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Reliable Sources, Accessible Sources, Part II

Posted on Sunday, February 26, 2017 at 12:31 PM

Has a culture of non-cooperation emerged that impedes our access to good sources?

By William Dunkerley

In Part I you saw the foundational considerations for identifying who or what organizations might be credible sources. But what's an editor to do if she or he is unable to gain access to such sources?

The Society of Professional Journalists has taken up the mantle of journalists' needs to have access to key sources of information. In particular it decries a perceived trend by governmental and private organizations to cloister their experts and key personnel. In 2015 SPJ told the Obama administration: "The press has seen a serious regression in our ability to gather news when compared to earlier administrations."

One of many examples cited was the refusal of the FDA to answer a question about ebola. Joyce Frieden, news editor at MedPage Today, had sought an interview to clarify information from an earlier FDA conference. But, she says, "I was basically stonewalled."

SPJ pointed out that "in the past, reporters talked with many people fluidly, including subject matter experts, as well as PIOs and political appointees." But now gatekeepers seem to be obstructing things.

This is a problem not only for mainstream news journalists covering governmental issues, but for journalists and editors in all fields of publication.

The organization told the Obama administration:

"Surveys sponsored or co-sponsored by SPJ have documented that the restrictions are pervasive in many areas of the country, to the point they are a cultural norm. They are used in state and local governments, schools, hospitals, police departments, business and other organizations."

Bob Neubauer, editor-in-chief of In-Plant Graphics, bemoans the same basic issue. His audience consists of managers of in-plant printing facilities nationwide.

Recently he contrasted his present experience in accessing sources with how things were back in the 1980s. Neubauer reflected:

"It was a different world back then, where in-plants were strong and vibrant, not living in fear of a shutdown. They were vocal about the number of pages they printed, the new iron they were adding, the money they were saving. Companies like Merck Pharmaceuticals, Phillips Petroleum, and McDonnell Douglas were more than happy to boast about their in-plants to this magazine."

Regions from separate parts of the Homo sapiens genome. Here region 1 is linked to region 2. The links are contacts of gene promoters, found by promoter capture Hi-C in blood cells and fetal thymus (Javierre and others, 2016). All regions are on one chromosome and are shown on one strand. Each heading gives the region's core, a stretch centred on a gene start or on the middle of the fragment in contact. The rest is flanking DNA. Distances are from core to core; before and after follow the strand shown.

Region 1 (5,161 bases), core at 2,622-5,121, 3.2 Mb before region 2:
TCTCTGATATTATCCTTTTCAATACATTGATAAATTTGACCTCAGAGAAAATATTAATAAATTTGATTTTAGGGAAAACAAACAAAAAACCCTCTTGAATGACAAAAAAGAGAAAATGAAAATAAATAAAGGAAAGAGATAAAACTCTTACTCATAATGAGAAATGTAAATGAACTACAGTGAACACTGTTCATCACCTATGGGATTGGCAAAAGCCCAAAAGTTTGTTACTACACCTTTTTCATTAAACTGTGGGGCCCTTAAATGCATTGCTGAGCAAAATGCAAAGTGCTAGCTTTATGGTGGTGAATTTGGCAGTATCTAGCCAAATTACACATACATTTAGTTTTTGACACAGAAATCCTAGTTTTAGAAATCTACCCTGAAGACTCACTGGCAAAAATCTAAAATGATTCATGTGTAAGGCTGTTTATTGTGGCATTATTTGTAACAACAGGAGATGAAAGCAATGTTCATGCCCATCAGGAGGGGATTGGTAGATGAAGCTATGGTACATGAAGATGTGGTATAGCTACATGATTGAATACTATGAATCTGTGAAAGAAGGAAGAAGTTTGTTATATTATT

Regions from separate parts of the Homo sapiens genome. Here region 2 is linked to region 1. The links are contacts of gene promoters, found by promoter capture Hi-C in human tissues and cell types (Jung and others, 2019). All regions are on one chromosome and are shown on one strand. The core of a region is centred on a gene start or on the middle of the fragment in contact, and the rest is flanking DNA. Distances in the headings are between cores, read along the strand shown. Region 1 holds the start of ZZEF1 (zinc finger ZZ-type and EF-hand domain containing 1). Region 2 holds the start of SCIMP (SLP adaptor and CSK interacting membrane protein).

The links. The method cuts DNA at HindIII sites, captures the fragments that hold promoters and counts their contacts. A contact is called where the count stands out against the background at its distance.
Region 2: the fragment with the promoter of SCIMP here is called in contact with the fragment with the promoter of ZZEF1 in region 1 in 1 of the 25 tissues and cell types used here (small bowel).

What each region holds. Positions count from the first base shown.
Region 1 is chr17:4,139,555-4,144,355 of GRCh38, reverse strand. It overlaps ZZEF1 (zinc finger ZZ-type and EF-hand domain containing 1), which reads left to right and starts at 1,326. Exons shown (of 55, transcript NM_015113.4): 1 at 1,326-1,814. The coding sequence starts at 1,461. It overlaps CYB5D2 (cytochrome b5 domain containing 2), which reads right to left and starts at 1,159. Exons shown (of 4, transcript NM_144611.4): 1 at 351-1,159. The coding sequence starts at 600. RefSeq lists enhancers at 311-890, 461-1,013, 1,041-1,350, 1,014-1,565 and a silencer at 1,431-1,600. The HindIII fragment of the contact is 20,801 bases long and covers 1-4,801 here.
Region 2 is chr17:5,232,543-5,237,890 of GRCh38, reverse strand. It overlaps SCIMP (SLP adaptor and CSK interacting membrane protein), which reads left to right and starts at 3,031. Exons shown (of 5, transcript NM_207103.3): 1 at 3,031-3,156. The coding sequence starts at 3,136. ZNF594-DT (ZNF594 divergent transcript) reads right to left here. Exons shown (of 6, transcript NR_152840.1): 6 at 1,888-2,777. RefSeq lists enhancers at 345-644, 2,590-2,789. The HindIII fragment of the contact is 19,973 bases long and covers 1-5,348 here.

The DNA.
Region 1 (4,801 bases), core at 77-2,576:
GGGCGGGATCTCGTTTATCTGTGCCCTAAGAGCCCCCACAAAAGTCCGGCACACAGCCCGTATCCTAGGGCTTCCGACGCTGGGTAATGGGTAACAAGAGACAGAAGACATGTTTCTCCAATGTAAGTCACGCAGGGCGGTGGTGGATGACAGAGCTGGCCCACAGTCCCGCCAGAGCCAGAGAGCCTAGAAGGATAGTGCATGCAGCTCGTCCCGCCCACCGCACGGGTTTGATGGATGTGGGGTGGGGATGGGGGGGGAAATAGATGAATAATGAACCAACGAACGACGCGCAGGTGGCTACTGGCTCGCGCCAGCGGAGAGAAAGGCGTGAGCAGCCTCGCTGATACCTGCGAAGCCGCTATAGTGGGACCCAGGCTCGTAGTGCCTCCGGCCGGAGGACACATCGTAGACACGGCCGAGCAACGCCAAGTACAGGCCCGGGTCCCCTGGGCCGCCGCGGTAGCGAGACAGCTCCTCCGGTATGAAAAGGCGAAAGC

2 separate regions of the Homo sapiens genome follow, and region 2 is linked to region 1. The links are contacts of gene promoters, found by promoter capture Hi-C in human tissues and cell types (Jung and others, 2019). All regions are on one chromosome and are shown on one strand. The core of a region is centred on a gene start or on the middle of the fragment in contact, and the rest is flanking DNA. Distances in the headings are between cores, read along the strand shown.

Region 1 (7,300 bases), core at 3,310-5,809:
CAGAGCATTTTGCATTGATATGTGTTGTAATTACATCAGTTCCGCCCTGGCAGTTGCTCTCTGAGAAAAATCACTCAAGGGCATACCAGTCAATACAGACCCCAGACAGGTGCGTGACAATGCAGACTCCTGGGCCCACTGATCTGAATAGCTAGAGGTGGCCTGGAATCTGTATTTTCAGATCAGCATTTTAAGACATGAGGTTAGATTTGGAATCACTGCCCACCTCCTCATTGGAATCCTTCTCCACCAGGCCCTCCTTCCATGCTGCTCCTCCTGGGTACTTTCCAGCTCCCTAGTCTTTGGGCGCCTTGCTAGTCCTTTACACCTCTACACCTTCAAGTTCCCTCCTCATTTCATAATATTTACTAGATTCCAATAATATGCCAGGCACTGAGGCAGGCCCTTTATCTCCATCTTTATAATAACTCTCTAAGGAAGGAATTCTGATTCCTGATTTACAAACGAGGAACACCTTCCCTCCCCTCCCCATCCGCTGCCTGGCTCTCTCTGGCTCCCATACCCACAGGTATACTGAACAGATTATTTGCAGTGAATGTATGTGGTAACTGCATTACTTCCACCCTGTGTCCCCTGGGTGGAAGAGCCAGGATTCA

Now things are different for Neubauer. Interviews are harder to come by. And that perhaps gives credence to SPJ's contention that a culture has emerged that favors strict restrictions on access to the sources that are sought by editors and journalists.

Newbauer elaborates:

"These days the tendency is for large corporations with in-plants to keep them hush-hush, like a dark secret. I get turned down all the time in my quest to feature these companies' in-plants in IPG. The large pharmaceutical, aerospace, and retail in-plants have not all been shut down; they're just staying silent, no longer allowed to brag of their accomplishments and money-saving benefits. The result is that the in-plant industry seems smaller and less significant now (and filled mostly with university in-plants, who are happy to have their operations featured)."

Given the pervasive culture of non-cooperation that has asserted itself, it's not likely there will a quick solution. But with a new presidential administration, SPJ wrote to Donald Trump and Mike Pence to express continued concerns over unsatisfactory access to government sources and to request a meeting to discuss the problem. Certainly a new attitude of cooperation from the White House might set an example for both government and industry.

Editors Only asked SPJ officials if they received a response to their overture. Jennifer Royer, communications strategist for the organization, told us that as of Friday, February 24, nothing has been received.

SPJ president Lynn Walsh added, "We are planning on following up soon because we still feel a meeting with [Trump] and his administration is very important, especially with the news today of some news organizations being left out of a press briefing."

William Dunkerley is principal of William Dunkerley Publishing Consultants, www.publishinghelp.com.

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